The court will then schedule a hearing where you and your abuser must appear and testify about any domestic violence. If the court believes you are still in danger, the court will issue a "Plenary Order of Protection," which can last for up to two years. If your abuser violates the plenary order of protection, he or she can go to jail for up to 364 days and pay a fine.

The Illinois Department of Human Services has a 24-hour hotline you can call for advice if you or someone in your household is a victim of domestic violence. There are also domestic violence agencies you can contact in most Illinois cities.

Impact of Domestic Violence on Custody Decisions

Illinois custody cases involving domestic violence start with the presumption that it is in the child's best interest not to live or have visitation with the abusive parent. At the beginning of every custody case, each parent must notify the judge of any court proceedings involving either parent that relate to domestic violence, protective orders, or termination of parental rights.

The judge won't grant a parent visitation if that parent would endanger the child's physical, mental, moral, or emotional health. The court can restrict or deny the abuser visitation if the judge believes the abuser is likely to:

  • abuse or endanger the child during visitation
  • use visitation as an opportunity to harass you or someone in your household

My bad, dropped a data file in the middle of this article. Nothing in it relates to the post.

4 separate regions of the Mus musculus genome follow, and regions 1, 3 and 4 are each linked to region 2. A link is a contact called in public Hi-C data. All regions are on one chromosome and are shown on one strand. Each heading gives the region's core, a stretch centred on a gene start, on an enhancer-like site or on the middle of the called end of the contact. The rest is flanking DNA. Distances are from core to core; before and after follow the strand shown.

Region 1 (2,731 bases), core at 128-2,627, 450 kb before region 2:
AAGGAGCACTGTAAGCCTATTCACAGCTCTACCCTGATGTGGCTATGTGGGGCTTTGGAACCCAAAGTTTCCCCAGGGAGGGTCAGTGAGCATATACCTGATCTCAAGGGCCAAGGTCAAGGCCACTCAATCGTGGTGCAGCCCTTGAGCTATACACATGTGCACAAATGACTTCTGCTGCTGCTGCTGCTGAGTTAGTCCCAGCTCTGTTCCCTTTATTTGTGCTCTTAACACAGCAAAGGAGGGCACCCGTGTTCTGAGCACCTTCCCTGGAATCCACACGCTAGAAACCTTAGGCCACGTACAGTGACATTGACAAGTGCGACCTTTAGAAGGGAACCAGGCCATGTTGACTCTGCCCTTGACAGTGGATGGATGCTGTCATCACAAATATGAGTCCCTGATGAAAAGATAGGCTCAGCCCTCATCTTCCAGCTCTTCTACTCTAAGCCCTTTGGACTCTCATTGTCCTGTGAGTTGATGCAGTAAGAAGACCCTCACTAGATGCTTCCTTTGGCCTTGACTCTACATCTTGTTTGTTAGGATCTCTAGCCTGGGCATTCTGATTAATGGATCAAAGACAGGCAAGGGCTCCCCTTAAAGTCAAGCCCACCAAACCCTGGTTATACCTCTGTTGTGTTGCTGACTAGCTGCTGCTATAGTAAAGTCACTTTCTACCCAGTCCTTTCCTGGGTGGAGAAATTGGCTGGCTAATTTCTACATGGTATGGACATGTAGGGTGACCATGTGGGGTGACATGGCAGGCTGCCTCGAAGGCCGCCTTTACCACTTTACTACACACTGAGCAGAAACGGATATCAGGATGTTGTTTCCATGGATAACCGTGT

• improperly hide or refuse to return the child, or
  • act in a manner against the child's best interest.

The court won't grant an abusive parent visitation without ensuring that the other parent and child are adequately protected. If the judge does grant visitation to an abusive parent, he or she can put in place protections for you and your household. The court can take any of the following actions:

  • order that your address remain confidential from the other parent
  • prohibit the other parent from coming to your residence to meet the child for visitation
  • order that visitation take place at the residence of another person, or at a public or private facility, and
  • order that the abusive parent have "electronic communication" with the child rather than visitation, such as by telephone, email, instant message, video-conference, or other electronic means.

The court will never grant visitation to a parent who has been convicted of first-degree murder of the parent, grandparent, great-grandparent, or sibling of the child.

Supervised Visitation

Illinois courts can order supervised visitation to protect a child and the child's other parent from an abuser. The judge may order that visitation take place at a supervised visitation agency, and can order that the abuser pay the supervision fees.

The court may also allow visitation to be supervised by a friend or family member. If visitation is supervised by anyone other than a supervising agency, that person must file an affidavit with the court taking responsibility to supervise all visitation between the child and abusive parent.

Termination of Parental Rights

The court may terminate parental rights if it is in the child's best interest to end the child-parent relationship. For a judge to terminate a parent's parental rights, he or she must believe that parent is unfit to care for the child. The court will only terminate parental rights in rare cases when the abuse is extremely dangerous to the child's health and well-being, and is likely to continue.

If you have other questions about domestic violence and child custody in Illinois, contact a local family law attorney.